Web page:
Complying with new legislation prohibiting sales of e-cigarettes to under 18s

17 August 2016

On 1 October 2015 the law changed  in England and Wales making it illegal to sell nicotine-inhaling products, including e-cigarettes, certain component parts and e-liquids that contain nicotine (with certain exceptions for medicines and medical devices), to people under 18. The penalty for this offence is up to £2,500.

The Scottish Government has recently passed the Health (Tobacco, Nicotine etc. and Care) (Scotland) Act 2016 which will also make it an offence to sell nicotine-inhaling products to under 18s in Scotland, once the relevant provisions come into force.

Trading Standards recently carried out test purchases in a range of businesses across England to check whether they were complying with the new legislation. The investigation found that 53% of independent pharmacies and 43% of pharmacy chains illegally sold nicotine inhaling products to under 18s during test purchases.

Trading Standards also carried out test purchases in a range of other businesses supplying these products and overall 39% of businesses illegally sold these products during test purchases.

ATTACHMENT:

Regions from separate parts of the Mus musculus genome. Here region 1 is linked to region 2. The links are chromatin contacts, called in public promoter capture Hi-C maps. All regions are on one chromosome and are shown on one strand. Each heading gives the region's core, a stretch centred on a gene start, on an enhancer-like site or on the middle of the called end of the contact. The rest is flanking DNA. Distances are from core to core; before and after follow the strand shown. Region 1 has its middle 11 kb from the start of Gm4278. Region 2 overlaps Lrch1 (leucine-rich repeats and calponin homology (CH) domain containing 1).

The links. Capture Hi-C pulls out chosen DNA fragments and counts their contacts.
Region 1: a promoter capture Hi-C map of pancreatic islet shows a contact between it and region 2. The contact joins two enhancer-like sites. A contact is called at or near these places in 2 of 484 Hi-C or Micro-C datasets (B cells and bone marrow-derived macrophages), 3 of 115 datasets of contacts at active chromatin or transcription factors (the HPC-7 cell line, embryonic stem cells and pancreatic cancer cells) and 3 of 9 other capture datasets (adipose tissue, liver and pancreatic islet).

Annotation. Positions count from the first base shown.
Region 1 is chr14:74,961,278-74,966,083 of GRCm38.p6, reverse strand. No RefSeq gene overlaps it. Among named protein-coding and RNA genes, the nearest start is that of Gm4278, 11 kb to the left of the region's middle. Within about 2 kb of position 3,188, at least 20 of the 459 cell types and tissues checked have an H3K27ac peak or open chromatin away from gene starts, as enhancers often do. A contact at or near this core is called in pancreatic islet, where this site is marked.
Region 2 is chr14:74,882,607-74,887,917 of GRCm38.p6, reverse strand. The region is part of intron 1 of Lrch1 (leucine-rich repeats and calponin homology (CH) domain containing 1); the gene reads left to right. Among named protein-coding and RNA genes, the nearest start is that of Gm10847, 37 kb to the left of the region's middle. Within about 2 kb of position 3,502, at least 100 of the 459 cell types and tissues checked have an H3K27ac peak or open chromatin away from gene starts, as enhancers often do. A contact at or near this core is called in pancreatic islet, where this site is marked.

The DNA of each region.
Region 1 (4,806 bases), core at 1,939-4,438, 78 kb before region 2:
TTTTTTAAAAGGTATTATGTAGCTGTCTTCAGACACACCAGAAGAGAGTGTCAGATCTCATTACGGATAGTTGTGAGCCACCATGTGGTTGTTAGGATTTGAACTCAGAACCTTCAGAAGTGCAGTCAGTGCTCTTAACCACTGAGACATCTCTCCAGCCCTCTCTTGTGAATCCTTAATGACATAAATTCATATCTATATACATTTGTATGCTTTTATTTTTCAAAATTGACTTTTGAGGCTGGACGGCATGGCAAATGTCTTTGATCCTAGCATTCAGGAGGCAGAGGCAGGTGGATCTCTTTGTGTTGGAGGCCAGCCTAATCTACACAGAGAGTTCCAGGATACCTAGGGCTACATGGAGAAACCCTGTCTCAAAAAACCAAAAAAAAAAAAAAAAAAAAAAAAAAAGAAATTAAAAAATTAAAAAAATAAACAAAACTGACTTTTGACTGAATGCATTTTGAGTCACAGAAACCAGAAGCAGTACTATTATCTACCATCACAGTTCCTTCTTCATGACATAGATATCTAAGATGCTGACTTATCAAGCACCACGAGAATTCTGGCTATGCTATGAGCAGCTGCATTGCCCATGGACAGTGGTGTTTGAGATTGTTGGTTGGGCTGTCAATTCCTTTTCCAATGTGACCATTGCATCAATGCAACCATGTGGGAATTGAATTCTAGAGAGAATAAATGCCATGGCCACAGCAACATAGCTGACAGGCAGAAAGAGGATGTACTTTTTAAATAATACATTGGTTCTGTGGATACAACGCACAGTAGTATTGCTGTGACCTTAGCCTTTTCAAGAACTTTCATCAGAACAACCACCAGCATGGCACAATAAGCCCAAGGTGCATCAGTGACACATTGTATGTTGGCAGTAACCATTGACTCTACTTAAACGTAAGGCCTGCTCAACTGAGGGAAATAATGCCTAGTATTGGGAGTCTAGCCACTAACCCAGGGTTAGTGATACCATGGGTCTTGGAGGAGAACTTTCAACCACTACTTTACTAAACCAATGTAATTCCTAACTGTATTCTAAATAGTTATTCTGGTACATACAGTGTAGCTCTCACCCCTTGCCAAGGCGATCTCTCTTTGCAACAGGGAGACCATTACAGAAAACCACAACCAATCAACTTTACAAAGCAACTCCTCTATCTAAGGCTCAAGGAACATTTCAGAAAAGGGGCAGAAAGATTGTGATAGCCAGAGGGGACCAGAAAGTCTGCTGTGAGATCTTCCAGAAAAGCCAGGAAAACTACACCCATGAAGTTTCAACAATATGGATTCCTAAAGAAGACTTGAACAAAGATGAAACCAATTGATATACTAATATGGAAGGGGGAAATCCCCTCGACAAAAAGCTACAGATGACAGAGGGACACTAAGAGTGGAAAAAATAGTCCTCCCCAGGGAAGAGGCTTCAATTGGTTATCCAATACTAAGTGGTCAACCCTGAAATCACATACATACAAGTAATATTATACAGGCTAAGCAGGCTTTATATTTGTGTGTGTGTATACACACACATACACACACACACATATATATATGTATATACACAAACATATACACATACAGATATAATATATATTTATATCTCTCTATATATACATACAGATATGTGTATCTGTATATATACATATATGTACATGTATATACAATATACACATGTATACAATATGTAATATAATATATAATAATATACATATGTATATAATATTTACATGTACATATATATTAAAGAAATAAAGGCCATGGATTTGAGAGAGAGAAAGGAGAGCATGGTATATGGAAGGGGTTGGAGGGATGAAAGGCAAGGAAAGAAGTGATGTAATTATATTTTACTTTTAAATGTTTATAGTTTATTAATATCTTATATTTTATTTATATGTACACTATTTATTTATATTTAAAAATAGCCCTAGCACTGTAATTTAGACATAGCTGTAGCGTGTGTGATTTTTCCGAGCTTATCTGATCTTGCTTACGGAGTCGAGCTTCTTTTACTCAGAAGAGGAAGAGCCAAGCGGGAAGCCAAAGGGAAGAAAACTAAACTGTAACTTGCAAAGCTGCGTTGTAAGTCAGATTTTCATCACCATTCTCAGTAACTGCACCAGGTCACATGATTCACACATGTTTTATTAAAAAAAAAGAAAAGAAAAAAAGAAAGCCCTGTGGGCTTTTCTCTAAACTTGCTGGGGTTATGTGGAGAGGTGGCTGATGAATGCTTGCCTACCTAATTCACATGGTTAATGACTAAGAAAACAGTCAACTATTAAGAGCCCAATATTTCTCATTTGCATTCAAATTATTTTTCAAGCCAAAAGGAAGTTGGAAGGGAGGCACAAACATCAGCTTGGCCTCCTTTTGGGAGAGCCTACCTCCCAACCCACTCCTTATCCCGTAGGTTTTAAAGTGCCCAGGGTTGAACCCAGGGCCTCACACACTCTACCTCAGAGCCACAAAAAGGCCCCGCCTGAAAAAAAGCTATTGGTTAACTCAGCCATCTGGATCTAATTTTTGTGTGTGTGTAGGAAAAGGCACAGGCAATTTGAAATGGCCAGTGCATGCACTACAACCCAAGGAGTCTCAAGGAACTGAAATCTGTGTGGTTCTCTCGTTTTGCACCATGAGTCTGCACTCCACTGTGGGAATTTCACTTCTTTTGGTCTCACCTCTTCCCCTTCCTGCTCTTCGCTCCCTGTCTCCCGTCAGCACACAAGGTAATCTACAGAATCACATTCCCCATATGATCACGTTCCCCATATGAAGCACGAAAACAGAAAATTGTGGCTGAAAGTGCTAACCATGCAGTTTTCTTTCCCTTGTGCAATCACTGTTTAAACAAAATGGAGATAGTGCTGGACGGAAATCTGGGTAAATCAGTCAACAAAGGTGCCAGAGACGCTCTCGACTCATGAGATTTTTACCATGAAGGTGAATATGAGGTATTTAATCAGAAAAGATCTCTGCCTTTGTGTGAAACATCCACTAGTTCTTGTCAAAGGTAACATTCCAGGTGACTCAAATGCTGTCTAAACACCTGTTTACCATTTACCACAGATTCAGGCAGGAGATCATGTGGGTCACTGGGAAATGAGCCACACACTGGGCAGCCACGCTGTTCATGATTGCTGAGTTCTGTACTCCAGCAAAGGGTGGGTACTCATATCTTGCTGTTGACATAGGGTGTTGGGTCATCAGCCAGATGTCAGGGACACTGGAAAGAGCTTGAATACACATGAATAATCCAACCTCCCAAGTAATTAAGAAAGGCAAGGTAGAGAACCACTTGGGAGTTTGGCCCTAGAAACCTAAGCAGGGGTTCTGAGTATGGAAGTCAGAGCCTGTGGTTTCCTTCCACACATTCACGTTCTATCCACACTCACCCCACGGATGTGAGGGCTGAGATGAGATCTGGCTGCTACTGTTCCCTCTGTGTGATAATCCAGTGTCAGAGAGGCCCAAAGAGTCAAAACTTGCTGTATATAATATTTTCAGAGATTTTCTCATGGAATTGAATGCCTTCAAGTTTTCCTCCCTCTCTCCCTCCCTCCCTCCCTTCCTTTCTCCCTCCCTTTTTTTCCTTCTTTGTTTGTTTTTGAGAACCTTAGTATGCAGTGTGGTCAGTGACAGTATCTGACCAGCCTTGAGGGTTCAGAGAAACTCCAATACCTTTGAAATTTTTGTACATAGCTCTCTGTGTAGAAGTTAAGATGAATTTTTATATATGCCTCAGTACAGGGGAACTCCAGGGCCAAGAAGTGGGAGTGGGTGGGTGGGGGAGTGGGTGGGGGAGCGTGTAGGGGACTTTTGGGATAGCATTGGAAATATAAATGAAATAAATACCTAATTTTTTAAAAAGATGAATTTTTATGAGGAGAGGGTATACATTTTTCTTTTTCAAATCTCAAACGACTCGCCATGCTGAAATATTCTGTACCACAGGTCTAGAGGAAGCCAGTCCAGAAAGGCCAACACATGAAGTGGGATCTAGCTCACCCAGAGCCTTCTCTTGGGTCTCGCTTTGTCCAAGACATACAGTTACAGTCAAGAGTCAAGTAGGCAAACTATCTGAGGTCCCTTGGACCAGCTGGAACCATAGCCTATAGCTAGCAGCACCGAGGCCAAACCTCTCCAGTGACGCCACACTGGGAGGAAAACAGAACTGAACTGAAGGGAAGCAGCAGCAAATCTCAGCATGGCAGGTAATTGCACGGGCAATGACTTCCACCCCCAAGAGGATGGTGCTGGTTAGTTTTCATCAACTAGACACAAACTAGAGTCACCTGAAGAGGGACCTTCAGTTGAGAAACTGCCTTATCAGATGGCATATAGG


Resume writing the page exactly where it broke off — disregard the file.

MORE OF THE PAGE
The vast majority of illegal sales across all businesses were for e-liquids containing nicotine (204 illegal sales), with smaller numbers of illegal sales for e-cigarettes (36) and other nicotine-inhaling products (6).

Pharmacy owners selling nicotine-inhaling products must make sure their staff receive appropriate training about the new restrictions and they have systems in place to make sure these products are not illegally sold to people under 18.

Pharmacy professionals also have an important role to play and should work with the pharmacy team to ensure that e-cigarettes are not illegally sold to those under the age of 18.

The Department of Health, MHRA and Chartered Trading Standards Institute have produced a guide for pharmacies in England and Wales on the new regulations, which sets out what pharmacies should do to avoid illegal sales to young people.

The guide also explains that the age of sale regulations provide exemptions for nicotine inhaling products that are licensed as medicines so that they can be made available to persons under 18. Firstly, where the product is a medicine or medical device and is sold/dispensed by a pharmacist in accordance with a valid prescription an e-cigarette could be made available to a person under 18.

Secondly, the regulations also exempt the sale of any nicotine inhaling products licenced as non-prescription medicines where the product is indicated for use by under 18s. The product licence (or Marketing Authorisation) would specify that the product was indicated for the treatment of persons under 18.

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